"But all that probably won't help you if you click these links - so in general, keep your wits about you. And if you're not confident, be a little bit more careful."
'I WOULDN'T HAVE SENT THEM GARBAGE'
THE spam attack has been "extremely embarrassing" for Megan Williams - and she hopes her colleagues understand.
When the Hastings disputes resolution worker logged in to her professional inbox on Sunday, she found about 20 emails advising that emails she had not sent had not been delivered.
"I then got a couple of responses from people who obviously had received emails from me that I hadn't sent."
Mrs Williams did not know who among her online address book had been contacted, so she could not warn them her account had been hacked. "At that point I didn't know what was happening.
"I didn't want to send a bulk email to everybody, because again, if they all hadn't received one, then I would have looked just as silly. I just hoped that people would understand that these emails weren't from me."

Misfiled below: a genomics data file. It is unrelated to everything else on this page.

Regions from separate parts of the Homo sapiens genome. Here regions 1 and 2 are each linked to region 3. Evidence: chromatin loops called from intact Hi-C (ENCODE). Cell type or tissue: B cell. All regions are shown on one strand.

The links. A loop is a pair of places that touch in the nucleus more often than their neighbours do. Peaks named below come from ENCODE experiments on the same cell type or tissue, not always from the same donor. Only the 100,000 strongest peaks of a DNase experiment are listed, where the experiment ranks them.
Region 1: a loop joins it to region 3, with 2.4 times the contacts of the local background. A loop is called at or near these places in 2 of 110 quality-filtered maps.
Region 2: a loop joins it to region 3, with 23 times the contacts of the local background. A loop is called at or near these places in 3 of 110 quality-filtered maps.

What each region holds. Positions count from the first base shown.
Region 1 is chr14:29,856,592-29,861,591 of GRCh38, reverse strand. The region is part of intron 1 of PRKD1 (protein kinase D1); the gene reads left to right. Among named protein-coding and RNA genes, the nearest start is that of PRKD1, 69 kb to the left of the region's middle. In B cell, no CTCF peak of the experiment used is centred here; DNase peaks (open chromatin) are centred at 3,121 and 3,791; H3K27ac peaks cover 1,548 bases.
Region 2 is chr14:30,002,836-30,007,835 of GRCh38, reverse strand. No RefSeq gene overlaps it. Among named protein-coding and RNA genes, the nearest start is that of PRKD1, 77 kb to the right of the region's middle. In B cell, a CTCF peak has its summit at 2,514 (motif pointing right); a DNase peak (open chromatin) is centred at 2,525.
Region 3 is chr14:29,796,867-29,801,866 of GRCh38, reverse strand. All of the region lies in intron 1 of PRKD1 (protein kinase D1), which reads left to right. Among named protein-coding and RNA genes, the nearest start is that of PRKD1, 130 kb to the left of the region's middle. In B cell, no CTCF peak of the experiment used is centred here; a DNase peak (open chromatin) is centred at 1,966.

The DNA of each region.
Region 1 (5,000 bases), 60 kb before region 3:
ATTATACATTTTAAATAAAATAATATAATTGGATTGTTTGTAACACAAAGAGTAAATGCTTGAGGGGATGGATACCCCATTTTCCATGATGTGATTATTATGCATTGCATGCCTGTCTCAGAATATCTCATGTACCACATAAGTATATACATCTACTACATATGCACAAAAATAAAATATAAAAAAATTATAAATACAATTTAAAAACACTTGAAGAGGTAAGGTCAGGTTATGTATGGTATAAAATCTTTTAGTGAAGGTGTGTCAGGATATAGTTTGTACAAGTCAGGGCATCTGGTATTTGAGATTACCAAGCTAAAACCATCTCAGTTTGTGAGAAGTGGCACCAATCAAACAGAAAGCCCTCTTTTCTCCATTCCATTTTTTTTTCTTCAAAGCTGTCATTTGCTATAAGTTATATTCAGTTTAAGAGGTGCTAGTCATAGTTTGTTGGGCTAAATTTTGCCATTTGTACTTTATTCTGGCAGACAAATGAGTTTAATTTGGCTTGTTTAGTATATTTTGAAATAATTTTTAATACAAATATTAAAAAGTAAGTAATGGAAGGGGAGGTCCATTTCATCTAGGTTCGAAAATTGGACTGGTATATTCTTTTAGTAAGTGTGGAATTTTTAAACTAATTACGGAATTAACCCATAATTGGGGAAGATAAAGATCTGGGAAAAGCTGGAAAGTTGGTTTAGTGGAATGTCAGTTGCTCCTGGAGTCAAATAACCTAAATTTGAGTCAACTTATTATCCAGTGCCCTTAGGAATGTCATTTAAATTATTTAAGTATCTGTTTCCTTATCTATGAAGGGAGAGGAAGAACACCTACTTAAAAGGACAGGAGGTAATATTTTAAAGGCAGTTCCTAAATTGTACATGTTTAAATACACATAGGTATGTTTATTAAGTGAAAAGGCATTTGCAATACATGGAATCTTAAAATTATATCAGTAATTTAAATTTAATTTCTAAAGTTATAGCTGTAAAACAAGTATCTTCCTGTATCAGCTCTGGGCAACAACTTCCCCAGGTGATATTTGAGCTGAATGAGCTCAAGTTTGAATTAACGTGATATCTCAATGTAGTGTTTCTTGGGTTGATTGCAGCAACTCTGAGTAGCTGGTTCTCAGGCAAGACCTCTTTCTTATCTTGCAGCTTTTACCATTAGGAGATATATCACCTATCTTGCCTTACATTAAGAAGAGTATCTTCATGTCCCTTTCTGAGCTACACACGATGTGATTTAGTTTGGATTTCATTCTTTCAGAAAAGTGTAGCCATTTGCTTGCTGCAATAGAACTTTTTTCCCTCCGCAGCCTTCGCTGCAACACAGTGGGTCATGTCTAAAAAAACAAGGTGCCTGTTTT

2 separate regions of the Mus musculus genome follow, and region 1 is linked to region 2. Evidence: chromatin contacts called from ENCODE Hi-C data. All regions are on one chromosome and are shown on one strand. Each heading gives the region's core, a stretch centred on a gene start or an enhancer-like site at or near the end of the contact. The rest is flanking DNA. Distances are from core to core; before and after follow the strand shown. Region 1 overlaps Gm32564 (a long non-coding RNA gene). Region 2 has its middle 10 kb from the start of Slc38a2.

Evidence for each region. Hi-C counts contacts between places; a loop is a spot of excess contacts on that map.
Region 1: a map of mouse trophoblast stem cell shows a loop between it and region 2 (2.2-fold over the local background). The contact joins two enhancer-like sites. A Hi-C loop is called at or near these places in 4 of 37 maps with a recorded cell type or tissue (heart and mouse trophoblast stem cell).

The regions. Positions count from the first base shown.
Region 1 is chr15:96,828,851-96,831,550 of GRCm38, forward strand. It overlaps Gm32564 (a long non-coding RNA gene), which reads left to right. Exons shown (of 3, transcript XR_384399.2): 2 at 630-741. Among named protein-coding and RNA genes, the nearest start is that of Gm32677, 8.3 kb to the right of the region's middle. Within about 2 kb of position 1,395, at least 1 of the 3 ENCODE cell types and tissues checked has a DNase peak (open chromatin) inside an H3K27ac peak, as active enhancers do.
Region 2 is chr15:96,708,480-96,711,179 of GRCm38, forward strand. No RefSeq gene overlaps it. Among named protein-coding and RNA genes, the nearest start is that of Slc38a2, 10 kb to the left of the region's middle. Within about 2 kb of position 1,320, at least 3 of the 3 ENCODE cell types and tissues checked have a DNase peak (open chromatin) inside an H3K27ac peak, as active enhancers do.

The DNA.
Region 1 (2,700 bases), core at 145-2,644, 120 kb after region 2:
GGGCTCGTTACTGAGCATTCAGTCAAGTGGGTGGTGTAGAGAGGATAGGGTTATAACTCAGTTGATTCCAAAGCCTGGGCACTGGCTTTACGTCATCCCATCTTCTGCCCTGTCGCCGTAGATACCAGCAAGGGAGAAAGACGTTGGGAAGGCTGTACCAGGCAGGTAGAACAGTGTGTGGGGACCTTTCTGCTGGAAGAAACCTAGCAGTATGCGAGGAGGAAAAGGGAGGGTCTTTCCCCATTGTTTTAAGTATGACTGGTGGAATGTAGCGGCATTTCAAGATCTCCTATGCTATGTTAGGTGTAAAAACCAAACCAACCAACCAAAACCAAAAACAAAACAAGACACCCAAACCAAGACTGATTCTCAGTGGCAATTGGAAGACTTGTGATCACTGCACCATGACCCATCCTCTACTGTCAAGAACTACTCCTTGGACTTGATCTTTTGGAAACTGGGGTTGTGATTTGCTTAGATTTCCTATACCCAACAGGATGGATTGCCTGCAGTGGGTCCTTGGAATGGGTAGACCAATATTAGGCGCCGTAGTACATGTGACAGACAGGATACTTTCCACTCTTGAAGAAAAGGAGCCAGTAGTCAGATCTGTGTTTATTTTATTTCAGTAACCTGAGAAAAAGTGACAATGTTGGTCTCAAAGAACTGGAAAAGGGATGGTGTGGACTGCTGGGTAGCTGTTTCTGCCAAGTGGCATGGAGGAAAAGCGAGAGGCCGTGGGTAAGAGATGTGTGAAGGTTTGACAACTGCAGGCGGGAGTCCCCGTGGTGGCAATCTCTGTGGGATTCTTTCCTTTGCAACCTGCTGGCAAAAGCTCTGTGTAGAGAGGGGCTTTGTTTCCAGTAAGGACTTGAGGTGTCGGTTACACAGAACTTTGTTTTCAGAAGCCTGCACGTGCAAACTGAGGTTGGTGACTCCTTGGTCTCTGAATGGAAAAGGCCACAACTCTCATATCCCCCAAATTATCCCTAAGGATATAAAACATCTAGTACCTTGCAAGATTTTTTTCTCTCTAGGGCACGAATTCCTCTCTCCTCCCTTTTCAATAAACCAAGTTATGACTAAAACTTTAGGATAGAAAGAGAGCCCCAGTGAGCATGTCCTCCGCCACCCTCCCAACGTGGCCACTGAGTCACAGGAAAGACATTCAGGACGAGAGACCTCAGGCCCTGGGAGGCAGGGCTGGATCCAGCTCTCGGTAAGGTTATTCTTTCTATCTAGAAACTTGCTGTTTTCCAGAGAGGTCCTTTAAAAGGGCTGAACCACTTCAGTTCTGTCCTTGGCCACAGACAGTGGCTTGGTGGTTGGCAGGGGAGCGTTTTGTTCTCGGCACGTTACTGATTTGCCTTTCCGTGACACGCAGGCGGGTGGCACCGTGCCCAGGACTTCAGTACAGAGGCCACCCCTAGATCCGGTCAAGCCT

The spam was extremely embarrassing, she said.
"I've got hundreds and hundreds of clients - legal people, courts, judges - that would have got emails from me, that weren't from me at all.
"They would have thought it was something credible. They would have known I wasn't sending them garbage."
She had also received spam emails from other people who were affected, she said. One woman she knew had received a message from her friend's mother, who died three years ago.
Mrs Williams' son, whom she asked to look into the spam attack, contacted Xtra on Sunday night, and was told it had nothing to do with the company.
Mrs Williams then bought new anti-virus software, at the cost of $100, for which she hopes to be compensated.
"Obviously I needn't have done that. But as far as my business is concerned, I would hope that everyone who got an email from me would know that it wasn't from me by now."